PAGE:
Report Cites "Climate Gap" Harm to Poor, Minorities
Occidental College geology professor James L. Sadd is the co-author of a new report that details how climate change disproportionately harms the poor and minorities in the United States and proposes a range of solutions to mitigate the problem.
"The Climate Gap: Inequalities in How Climate Change Hurts Americans and How to Close the Gap" shows how climate-change factors such as increased air pollution, job loss, and heat wave-related mortality will affect low-income Americans of color more than their white, middle-class counterparts.
For instance, African-Americans in Los Angeles are nearly twice as likely to die from a heat wave compared with other Los Angeles residents. That's not surprising, Sadd and his co-authors say, as low-income neighborhoods are especially vulnerable to higher temperatures from lack of tree cover, grass and soil to absorb the heat. Low-income families and people of color also are less likely to have air conditioning.
"Most Americans now concur that climate change is real, and could pose devastating consequences for our nation and our children," Sadd said. "Our work reveals that an equally real and urgent problem is the 'climate gap,' the often hidden and unequal impact climate change will have on people of color and the poor in the United States."
"While past research has shown how climate change will disproportionately hurt people in developing nations, this report is an analysis of available data that explores the disparities in the domestic impact of climate change and the abilities of different groups within U.S. borders to adapt to its effects. This report includes an analysis of the global warming legislation moving through Congress, finds some encouraging elements in the bill, but concludes that more should be done to close the climate gap."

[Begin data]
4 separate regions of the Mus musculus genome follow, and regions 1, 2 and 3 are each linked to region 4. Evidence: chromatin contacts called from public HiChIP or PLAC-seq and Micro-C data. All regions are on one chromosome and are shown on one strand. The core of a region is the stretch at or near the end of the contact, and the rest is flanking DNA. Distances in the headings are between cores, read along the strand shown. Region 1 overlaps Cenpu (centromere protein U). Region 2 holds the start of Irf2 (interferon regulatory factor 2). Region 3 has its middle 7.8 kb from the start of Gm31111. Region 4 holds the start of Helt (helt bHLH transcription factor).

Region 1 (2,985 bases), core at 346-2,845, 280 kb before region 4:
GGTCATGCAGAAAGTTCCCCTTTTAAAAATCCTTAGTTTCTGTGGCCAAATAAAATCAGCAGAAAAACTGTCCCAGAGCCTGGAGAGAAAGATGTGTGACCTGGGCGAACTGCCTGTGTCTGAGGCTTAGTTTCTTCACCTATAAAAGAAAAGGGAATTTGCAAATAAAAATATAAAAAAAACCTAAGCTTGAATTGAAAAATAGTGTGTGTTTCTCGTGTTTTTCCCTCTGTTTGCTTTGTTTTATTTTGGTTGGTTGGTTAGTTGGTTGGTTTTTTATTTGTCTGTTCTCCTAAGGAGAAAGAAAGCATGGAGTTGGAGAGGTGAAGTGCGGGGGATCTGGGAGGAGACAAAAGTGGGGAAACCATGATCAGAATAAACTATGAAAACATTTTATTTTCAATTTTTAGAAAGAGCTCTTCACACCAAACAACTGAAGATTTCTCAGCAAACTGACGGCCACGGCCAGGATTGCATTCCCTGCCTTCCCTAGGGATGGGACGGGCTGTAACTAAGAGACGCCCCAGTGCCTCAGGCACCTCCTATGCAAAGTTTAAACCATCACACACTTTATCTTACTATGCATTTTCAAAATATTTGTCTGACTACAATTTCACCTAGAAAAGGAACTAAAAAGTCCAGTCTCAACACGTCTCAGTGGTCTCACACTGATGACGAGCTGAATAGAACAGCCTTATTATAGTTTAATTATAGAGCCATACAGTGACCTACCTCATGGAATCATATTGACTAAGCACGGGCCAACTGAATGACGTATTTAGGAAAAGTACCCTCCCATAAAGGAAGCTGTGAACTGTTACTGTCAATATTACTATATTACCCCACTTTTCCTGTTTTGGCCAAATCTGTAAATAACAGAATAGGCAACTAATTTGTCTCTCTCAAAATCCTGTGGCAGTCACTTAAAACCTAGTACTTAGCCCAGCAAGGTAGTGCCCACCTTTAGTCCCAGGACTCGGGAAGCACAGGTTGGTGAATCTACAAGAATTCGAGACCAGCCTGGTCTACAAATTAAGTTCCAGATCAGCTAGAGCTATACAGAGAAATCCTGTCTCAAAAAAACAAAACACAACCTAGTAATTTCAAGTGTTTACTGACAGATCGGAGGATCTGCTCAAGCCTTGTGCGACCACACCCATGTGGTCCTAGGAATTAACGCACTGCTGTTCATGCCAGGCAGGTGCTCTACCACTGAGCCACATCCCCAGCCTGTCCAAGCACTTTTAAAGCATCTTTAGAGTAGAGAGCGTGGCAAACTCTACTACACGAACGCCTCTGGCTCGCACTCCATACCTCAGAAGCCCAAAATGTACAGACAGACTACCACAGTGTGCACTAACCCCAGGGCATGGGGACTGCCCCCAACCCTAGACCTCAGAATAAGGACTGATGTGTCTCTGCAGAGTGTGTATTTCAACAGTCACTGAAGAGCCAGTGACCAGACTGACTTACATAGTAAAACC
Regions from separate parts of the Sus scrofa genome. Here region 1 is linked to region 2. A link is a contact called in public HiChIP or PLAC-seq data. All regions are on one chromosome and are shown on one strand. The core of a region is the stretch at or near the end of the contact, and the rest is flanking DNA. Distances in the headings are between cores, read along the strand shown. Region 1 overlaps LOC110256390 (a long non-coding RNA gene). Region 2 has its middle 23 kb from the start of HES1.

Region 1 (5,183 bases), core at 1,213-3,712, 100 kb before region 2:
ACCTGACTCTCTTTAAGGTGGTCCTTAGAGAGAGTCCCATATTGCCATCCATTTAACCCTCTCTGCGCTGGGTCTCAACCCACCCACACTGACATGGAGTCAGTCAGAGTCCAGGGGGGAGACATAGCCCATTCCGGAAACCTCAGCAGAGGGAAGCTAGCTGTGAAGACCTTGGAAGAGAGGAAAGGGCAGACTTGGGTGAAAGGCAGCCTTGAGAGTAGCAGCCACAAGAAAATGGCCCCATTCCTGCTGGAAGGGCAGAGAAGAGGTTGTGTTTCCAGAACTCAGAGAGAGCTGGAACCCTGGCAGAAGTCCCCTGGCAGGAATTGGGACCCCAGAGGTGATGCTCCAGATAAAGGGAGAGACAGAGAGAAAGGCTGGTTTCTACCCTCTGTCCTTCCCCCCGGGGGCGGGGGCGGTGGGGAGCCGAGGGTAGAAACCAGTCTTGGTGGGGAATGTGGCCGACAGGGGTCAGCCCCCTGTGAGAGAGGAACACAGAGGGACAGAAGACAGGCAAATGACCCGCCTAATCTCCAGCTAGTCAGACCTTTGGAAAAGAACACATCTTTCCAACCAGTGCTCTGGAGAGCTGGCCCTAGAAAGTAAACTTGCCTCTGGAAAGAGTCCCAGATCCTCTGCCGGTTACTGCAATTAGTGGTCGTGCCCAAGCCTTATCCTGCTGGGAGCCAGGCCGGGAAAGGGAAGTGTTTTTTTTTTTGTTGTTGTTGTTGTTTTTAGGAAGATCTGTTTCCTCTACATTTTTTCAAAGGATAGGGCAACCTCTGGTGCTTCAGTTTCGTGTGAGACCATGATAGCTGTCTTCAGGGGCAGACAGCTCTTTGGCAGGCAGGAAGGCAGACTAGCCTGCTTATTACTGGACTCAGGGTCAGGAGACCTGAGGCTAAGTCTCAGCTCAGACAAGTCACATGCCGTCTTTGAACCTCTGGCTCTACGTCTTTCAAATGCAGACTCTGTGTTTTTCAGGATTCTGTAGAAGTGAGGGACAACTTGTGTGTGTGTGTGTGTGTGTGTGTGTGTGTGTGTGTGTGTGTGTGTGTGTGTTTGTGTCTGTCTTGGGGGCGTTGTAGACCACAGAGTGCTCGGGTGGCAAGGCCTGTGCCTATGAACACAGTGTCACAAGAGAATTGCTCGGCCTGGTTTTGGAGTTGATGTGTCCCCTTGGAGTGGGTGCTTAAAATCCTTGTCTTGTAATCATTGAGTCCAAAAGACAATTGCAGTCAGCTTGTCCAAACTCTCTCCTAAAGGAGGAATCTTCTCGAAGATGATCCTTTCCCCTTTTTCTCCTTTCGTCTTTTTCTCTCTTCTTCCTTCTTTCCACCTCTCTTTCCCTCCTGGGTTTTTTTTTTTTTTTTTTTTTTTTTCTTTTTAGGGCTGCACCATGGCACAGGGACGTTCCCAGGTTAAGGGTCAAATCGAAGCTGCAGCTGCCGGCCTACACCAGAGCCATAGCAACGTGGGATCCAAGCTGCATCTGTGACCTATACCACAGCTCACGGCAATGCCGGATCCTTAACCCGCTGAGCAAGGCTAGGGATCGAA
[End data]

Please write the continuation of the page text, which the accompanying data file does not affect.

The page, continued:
Climate change also will increase the cost of basic necessities such as water, food, and electricity, the report predicts. That's more bad news for low-income families, who already spend a bigger proportion of their income on these household needs than higher-income families. Climate change is expected to drastically cut jobs or cause major employment shifts in agriculture and other fields that employ poor people of color. The study suggests that changing weather and precipitation patterns due to climate change will make the job market for seasonal agricultural workers -- 77 percent of whom are Latino and poor -- more unstable.
Among the report's recommendations to narrow the climate gap are:
- Using new mapping technologies to identify vulnerable neighborhoods
- Choosing an auction or fee-based system for carbon-emission credits that would generate revenue and help poor families afford the higher costs of water, food, and electricity
- Seizing the opportunity to cut greenhouse gases from sources that also cause toxic air pollution in neighborhoods with the worst air quality
- Training people most likely to lose their current job because of climate change for jobs in the new economy
- Focusing extreme weather education and intervention efforts in low-income neighborhoods and communities of color
The study was published by the USC Center for Sustainable Cities. In addition to Sadd, the report's co-authors are Rachel Morello-Frosch, associate professor of environmental science, policy and management at the UC Berkeley School of Public Health; Manuel Pastor, USC professor of geography, American studies and ethnicity; and Seth Shonkoff, a Ph.D. candidate in environmental science, policy and management at UC Berkeley.